A California court has a ruling that implies that California's more than 166,000 homeschoolers are simply truant and their parents are criminals.
Today's San Francisco Chronicle covers the panic.
The ruling arose from a child welfare dispute between the Los Angeles County Department of Children and Family Services and Philip and Mary Long of Lynwood, who have been homeschooling their eight children. Mary Long is their teacher, but holds no teaching credential.
The parents said they also enrolled their children in Sunland Christian School, a private religious academy in Sylmar (Los Angeles County), which considers the Long children part of its independent study program and visits the home about four times a year.
The Second District Court of Appeal ruled that California law requires parents to send their children to full-time public or private schools or have them taught by credentialed tutors at home. . . .
Yet the appeals court said state law has been clear since at least 1953, when another appellate court rejected a challenge by homeschooling parents to California's compulsory education statutes. Those statutes require children ages 6 to 18 to attend a full-time day school, either public or private, or to be instructed by a tutor who holds a state credential for the child's grade level.
"California courts have held that ... parents do not have a constitutional right to homeschool their children," Justice H. Walter Croskey said in the 3-0 ruling issued on Feb. 28. "Parents have a legal duty to see to their children's schooling under the provisions of these laws."
Parents can be criminally prosecuted for failing to comply, Croskey said.
"A primary purpose of the educational system is to train school children in good citizenship, patriotism and loyalty to the state and the nation as a means of protecting the public welfare," the judge wrote, quoting from a 1961 case on a similar issue.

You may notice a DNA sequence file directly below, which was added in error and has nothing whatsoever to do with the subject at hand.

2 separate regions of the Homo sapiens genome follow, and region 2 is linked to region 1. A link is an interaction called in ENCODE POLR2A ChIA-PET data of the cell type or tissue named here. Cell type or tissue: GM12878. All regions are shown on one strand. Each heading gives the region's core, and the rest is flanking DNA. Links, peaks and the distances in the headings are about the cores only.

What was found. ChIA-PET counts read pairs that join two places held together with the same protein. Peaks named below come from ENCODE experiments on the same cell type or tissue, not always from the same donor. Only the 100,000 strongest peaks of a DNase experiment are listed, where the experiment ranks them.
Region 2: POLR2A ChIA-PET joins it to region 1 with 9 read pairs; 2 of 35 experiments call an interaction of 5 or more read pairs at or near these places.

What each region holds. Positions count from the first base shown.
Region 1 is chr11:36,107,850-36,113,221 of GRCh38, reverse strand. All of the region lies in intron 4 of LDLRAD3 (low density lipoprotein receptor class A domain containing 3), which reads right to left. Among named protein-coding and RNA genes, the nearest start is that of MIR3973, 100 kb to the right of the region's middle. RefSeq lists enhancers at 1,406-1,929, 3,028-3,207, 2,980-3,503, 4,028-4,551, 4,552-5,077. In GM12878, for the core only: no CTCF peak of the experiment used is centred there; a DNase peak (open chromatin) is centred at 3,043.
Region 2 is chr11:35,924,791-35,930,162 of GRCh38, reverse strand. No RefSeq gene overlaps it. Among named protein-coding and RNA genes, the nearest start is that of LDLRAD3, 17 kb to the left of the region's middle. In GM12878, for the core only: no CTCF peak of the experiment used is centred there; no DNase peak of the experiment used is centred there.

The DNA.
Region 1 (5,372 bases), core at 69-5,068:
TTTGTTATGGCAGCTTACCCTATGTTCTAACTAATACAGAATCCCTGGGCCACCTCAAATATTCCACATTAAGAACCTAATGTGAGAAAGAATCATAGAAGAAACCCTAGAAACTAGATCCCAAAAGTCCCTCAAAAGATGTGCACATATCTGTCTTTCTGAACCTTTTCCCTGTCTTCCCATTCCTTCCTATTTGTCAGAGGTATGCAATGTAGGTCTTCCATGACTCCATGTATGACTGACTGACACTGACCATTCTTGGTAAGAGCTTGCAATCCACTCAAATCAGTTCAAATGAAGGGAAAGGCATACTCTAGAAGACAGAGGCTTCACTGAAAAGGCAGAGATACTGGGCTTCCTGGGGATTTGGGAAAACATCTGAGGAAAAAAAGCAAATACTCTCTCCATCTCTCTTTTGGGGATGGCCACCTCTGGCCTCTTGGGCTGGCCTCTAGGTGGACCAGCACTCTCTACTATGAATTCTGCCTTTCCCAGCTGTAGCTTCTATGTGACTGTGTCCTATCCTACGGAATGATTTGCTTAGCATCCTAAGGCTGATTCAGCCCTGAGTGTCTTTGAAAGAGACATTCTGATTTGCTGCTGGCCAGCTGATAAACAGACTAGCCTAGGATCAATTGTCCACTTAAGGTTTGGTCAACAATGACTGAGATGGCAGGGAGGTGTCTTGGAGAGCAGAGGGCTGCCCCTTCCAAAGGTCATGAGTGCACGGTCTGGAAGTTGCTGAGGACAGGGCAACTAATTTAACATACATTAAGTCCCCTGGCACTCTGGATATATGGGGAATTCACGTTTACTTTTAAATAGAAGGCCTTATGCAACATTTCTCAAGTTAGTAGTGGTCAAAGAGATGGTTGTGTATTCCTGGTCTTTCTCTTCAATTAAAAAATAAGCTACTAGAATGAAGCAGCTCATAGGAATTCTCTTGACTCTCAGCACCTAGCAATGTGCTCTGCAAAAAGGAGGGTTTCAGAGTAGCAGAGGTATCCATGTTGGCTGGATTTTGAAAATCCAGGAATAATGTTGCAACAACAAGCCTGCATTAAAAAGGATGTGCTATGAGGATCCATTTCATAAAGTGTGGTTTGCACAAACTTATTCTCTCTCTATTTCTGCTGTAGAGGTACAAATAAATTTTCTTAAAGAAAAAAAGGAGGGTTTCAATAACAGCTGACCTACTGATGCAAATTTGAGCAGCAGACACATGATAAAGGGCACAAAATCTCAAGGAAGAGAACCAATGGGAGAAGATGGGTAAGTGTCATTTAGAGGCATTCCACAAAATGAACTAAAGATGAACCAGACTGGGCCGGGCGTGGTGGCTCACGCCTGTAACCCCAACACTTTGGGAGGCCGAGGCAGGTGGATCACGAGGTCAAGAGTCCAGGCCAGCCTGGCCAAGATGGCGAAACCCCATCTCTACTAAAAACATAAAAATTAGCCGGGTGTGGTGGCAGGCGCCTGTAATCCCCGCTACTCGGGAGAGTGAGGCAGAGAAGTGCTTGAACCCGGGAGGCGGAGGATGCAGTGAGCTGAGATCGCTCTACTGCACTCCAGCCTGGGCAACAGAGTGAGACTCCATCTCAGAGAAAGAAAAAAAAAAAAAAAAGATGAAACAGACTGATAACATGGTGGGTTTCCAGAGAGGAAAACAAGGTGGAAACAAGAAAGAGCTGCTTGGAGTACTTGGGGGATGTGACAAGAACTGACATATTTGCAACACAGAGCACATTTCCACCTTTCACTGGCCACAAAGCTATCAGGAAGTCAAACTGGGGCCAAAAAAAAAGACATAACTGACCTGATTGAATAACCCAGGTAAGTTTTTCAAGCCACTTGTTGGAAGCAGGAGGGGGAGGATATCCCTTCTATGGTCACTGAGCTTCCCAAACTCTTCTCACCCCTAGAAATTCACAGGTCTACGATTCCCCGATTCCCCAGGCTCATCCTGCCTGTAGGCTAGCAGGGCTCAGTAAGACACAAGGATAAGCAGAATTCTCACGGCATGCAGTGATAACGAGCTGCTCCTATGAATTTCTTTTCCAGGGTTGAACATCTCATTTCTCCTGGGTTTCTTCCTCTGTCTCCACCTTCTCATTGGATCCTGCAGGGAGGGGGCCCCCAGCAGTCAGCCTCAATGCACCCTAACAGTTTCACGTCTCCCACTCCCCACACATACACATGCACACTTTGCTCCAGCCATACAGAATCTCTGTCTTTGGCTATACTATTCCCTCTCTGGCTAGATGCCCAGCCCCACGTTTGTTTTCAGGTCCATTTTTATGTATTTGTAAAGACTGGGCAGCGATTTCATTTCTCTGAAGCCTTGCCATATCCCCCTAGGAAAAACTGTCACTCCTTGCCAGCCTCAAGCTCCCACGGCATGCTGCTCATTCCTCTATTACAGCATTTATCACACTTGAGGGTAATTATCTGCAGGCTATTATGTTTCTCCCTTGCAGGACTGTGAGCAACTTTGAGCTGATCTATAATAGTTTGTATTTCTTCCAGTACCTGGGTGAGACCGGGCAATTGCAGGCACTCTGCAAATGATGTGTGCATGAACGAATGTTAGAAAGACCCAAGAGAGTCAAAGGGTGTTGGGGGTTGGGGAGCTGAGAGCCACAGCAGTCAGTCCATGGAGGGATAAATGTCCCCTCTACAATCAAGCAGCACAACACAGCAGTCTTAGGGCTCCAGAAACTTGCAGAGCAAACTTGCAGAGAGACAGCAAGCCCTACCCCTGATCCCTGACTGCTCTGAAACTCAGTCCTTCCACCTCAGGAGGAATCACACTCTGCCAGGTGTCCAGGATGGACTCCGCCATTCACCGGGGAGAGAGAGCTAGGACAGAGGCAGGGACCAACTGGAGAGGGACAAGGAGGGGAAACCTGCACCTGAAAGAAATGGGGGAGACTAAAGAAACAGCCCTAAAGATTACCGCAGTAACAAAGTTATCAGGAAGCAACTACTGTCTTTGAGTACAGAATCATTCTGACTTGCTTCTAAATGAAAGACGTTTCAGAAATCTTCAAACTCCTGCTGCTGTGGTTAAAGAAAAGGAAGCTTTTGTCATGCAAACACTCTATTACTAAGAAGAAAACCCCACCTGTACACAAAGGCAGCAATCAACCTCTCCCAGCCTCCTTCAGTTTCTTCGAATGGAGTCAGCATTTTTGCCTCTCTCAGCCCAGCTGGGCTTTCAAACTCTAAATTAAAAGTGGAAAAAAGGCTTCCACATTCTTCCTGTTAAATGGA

Katherine Mangu-Ward covers the ruling yesterday at Reason's Hita and Run under the great headline: "Hey Teacher! Don't Leave Those kids at Home."
Education Week also covers the story this week with nationwide trends on burdensome homeschooling regulation from mandatory state testing to parental credentials.
Our Vice President Adrian Moore, writes that "this may turn out to be a big blow against homeschooling, or just a rogue judge case that does not matter. Each year we file a form with the state in which we declare our home to be a private school, and that is all we have to do to comply. This law does not fundamentally change the legality of homeschooling wich is legal through statute 48222."
48222. Children who are being instructed in a private full-time day
school by persons capable of teaching shall be exempted. Such
school shall, except under the circumstances described in Section 30,
be taught in the English language and shall offer instruction in the
several branches of study required to be taught in the public
schools of the state. The attendance of the pupils shall be kept by
private school authorities in a register, and the record of
attendance shall indicate clearly every absence of the pupil from
school for a half day or more during each day that school is
maintained during the year.
Exemptions under this section shall be valid only after
verification by the attendance supervisor of the district, or other
person designated by the board of education, that the private school
has complied with the provisions of Section 33190 requiring the
annual filing by the owner or other head of a private school of an
affidavit or statement of prescribed information with the
Superintendent of Public Instruction. The verification required by
this section shall not be construed as an evaluation, recognition,
approval, or endorsement of any private school or course.
In other words, until now most homeschoolers file as private schools and parents fall under "persons capable of teaching." The big question is will this ruling change that standard interpretation?